Mergers of publicly traded banking organizations revisited
In more than 3,844 mergers and acquisitions between 1989 and 1999, acquiring institutions purchased more than $3 trillion in assets. A number of reasons have been advanced for such a surge in acquisitions, including the need to consolidate to achieve cost savings and operational efficiencies, to be better able to compete in the global marketplace, or to provide for the controlled exit of inefficient firms from the financial services industry. ; This article explores the question of whether the various expected performance and earning benefits of mergers are in fact realized. It adds to the limited existing research on the effects of bank mergers by analyzing consolidations between 1989 and 1996, a period of almost unprecedented banking consolidation. Specifically, examining recent data allows considering evidence of efficiency or other gains from the wave of acquisitions flowing from the erosion and final elimination of the McFadden Act. ; Consistent with the findings of earlier studies, the results point to mixed efficiency and performance effects. For example, evidence suggests that even though the better-performing institutions tended to target the higher-performing targets, the resulting mergers did not significantly improve profit performance or efficiency. In addition, the authors find only weak evidence that the market viewed acquisitions with favor. The overall conclusion is that the widely touted earnings, efficiency, and other performance and earning benefits of mergers of large banks still remain in doubt.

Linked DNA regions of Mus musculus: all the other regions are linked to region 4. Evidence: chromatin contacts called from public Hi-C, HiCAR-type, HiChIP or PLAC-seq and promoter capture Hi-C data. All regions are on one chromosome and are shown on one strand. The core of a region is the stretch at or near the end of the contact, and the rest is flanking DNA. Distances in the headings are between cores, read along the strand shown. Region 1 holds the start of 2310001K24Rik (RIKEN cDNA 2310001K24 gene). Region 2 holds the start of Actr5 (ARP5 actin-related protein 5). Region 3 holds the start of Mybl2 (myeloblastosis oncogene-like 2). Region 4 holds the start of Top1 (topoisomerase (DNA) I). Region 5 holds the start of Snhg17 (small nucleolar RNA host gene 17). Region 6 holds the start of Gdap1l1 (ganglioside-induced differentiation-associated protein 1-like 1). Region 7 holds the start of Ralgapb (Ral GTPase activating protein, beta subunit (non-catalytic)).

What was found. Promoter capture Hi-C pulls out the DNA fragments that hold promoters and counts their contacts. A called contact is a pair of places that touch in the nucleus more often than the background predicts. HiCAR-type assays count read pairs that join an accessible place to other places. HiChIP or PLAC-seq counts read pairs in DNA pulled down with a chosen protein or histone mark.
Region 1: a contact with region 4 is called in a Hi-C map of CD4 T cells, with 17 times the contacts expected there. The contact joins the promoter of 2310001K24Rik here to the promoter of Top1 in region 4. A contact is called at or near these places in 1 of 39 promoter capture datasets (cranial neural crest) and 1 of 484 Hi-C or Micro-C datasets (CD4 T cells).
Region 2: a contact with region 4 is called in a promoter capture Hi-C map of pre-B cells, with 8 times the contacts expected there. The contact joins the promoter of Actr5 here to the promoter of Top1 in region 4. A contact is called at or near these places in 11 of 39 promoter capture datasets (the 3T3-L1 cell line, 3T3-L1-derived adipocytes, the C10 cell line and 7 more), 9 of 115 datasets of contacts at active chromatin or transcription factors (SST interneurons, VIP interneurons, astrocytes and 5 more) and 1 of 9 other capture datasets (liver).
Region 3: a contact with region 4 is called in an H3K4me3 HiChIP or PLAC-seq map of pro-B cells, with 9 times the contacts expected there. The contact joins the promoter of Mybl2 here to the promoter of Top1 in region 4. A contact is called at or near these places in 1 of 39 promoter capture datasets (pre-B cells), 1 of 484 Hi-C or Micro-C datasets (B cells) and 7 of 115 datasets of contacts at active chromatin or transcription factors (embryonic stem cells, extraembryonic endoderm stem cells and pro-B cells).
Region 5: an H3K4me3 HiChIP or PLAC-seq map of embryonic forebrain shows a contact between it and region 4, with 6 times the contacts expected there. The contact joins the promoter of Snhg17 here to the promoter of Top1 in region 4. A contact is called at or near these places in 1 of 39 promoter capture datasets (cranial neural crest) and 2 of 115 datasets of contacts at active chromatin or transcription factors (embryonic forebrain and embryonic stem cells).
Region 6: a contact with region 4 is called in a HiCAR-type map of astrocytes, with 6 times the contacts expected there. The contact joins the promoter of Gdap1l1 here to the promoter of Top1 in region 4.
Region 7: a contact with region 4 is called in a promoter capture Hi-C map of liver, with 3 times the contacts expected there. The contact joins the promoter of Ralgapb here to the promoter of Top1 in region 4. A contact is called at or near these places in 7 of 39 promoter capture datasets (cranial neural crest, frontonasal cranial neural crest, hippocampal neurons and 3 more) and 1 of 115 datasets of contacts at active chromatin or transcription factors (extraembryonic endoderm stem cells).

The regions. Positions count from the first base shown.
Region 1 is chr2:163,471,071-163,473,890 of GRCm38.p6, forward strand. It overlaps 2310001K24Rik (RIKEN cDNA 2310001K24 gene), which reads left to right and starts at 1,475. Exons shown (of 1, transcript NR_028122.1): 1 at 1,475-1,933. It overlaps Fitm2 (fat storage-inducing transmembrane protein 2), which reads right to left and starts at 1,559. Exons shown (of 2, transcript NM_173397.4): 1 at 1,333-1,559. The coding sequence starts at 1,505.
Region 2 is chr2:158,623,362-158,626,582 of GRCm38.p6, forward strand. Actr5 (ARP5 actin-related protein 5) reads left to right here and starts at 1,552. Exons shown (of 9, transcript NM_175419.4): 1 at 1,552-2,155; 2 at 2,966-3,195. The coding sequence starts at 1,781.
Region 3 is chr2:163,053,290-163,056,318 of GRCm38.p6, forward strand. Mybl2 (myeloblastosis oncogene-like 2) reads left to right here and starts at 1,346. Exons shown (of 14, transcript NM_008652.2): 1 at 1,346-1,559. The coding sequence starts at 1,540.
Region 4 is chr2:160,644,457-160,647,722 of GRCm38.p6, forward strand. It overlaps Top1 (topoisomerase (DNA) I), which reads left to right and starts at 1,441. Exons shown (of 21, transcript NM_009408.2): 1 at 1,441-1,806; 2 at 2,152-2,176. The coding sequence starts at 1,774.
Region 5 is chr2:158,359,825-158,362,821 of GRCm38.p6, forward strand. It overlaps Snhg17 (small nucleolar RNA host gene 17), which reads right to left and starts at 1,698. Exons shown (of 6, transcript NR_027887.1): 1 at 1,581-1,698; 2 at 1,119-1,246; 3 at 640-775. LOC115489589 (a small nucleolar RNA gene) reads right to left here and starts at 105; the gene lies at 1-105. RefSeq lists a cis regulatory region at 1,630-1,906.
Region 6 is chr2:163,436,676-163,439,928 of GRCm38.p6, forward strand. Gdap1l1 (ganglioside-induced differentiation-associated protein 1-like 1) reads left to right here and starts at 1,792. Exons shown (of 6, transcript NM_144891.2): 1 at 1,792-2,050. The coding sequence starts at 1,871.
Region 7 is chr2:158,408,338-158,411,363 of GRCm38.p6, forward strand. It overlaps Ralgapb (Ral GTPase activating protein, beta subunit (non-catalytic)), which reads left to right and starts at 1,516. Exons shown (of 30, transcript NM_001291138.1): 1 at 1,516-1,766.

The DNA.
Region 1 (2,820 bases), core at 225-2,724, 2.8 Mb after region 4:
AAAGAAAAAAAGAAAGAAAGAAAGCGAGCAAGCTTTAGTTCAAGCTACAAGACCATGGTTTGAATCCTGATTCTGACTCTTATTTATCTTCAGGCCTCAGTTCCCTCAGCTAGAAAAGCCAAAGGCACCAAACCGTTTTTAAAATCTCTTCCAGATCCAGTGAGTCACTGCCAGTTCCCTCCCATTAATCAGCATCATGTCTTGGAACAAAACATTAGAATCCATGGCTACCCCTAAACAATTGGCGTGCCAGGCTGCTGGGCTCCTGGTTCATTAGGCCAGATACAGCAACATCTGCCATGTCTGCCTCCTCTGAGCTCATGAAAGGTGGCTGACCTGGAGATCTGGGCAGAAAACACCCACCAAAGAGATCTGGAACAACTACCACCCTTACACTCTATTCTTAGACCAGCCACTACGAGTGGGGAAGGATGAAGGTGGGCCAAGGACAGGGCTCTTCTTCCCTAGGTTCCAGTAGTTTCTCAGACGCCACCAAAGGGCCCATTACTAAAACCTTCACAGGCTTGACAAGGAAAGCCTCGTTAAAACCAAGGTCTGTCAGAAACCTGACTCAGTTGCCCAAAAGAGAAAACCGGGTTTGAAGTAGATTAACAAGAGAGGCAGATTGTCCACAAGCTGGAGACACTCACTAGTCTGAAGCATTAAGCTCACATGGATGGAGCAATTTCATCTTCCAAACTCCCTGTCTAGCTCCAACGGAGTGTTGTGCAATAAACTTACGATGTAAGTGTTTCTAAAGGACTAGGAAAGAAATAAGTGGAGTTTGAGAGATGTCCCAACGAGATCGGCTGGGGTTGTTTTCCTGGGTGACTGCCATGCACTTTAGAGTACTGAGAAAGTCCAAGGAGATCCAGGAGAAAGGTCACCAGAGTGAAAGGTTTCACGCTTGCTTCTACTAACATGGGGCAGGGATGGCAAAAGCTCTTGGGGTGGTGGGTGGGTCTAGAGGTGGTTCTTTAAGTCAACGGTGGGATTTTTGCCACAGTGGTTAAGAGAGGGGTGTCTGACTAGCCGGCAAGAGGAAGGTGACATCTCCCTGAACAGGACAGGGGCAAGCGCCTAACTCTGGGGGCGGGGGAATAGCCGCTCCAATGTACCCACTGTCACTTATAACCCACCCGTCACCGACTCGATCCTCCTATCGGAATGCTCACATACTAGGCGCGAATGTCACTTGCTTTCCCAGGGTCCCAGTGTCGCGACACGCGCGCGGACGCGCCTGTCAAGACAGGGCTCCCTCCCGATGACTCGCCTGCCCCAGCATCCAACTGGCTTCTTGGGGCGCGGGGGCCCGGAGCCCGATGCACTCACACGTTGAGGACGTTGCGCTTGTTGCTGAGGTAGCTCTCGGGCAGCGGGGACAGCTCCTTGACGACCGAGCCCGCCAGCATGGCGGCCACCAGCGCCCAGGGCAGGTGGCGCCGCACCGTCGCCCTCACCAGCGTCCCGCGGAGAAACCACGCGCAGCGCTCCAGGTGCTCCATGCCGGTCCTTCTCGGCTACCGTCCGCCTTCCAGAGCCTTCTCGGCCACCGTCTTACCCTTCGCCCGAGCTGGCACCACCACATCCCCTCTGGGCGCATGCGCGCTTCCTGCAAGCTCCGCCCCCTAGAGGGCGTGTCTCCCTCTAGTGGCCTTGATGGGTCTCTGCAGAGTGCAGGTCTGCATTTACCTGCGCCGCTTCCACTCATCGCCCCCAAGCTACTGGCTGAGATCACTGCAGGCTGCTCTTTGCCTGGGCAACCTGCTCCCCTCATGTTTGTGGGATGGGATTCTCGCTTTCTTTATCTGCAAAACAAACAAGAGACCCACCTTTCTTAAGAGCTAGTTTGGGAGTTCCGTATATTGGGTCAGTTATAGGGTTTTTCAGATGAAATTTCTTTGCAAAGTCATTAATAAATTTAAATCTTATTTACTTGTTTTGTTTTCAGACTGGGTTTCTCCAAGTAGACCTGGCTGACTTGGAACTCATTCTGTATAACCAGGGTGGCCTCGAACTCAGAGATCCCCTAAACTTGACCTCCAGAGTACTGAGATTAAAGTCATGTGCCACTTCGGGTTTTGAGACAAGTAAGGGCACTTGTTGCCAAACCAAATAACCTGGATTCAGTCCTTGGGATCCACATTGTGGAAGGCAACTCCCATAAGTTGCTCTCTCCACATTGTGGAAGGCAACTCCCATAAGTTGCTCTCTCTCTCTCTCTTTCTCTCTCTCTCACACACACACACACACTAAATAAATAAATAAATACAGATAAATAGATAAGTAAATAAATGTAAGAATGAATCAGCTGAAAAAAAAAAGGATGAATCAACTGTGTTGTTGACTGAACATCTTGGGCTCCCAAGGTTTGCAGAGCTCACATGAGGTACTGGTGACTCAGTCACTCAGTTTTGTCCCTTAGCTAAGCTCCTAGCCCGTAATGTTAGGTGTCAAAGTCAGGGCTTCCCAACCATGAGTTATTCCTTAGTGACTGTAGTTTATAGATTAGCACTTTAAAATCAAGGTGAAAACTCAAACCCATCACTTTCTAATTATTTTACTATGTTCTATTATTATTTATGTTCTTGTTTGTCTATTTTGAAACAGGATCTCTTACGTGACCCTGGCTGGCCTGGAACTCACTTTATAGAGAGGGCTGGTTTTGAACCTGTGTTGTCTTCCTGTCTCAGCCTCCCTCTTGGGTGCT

Volume (Year): (1999)
Issue (Month): Q4 ()
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